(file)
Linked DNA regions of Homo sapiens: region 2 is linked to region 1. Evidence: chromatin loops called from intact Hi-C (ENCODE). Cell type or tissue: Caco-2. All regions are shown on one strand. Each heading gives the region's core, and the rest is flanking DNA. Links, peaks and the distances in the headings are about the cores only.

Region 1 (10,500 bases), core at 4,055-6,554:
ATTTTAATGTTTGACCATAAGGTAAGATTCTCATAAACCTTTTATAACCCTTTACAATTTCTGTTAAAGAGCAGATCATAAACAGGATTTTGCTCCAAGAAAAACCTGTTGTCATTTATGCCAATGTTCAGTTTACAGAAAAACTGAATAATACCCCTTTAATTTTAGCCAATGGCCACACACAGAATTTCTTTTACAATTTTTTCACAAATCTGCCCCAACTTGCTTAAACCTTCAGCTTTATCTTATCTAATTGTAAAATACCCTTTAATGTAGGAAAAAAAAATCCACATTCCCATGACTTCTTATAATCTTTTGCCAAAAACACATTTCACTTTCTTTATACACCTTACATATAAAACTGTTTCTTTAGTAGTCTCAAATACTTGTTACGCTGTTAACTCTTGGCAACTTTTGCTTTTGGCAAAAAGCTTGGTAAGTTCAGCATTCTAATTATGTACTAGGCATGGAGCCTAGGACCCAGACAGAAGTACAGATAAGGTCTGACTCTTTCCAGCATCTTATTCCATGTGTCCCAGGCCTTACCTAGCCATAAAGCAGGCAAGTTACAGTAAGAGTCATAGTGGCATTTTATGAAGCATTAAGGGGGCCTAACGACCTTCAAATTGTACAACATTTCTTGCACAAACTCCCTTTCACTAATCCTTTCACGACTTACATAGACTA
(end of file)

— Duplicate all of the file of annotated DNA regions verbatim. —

Linked DNA regions of Homo sapiens: region 2 is linked to region 1. Evidence: chromatin loops called from intact Hi-C (ENCODE). Cell type or tissue: Caco-2. All regions are shown on one strand. Each heading gives the region's core, and the rest is flanking DNA. Links, peaks and the distances in the headings are about the cores only.

Region 1 (10,500 bases), core at 4,055-6,554:
ATTTTAATGTTTGACCATAAGGTAAGATTCTCATAAACCTTTTATAACCCTTTACAATTTCTGTTAAAGAGCAGATCATAAACAGGATTTTGCTCCAAGAAAAACCTGTTGTCATTTATGCCAATGTTCAGTTTACAGAAAAACTGAATAATACCCCTTTAATTTTAGCCAATGGCCACACACAGAATTTCTTTTACAATTTTTTCACAAATCTGCCCCAACTTGCTTAAACCTTCAGCTTTATCTTATCTAATTGTAAAATACCCTTTAATGTAGGAAAAAAAAATCCACATTCCCATGACTTCTTATAATCTTTTGCCAAAAACACATTTCACTTTCTTTATACACCTTACATATAAAACTGTTTCTTTAGTAGTCTCAAATACTTGTTACGCTGTTAACTCTTGGCAACTTTTGCTTTTGGCAAAAAGCTTGGTAAGTTCAGCATTCTAATTATGTACTAGGCATGGAGCCTAGGACCCAGACAGAAGTACAGATAAGGTCTGACTCTTTCCAGCATCTTATTCCATGTGTCCCAGGCCTTACCTAGCCATAAAGCAGGCAAGTTACAGTAAGAGTCATAGTGGCATTTTATGAAGCATTAAGGGGGCCTAACGACCTTCAAATTGTACAACATTTCTTGCACAAACTCCCTTTCACTAATCCTTTCACGACTTACATAGACTA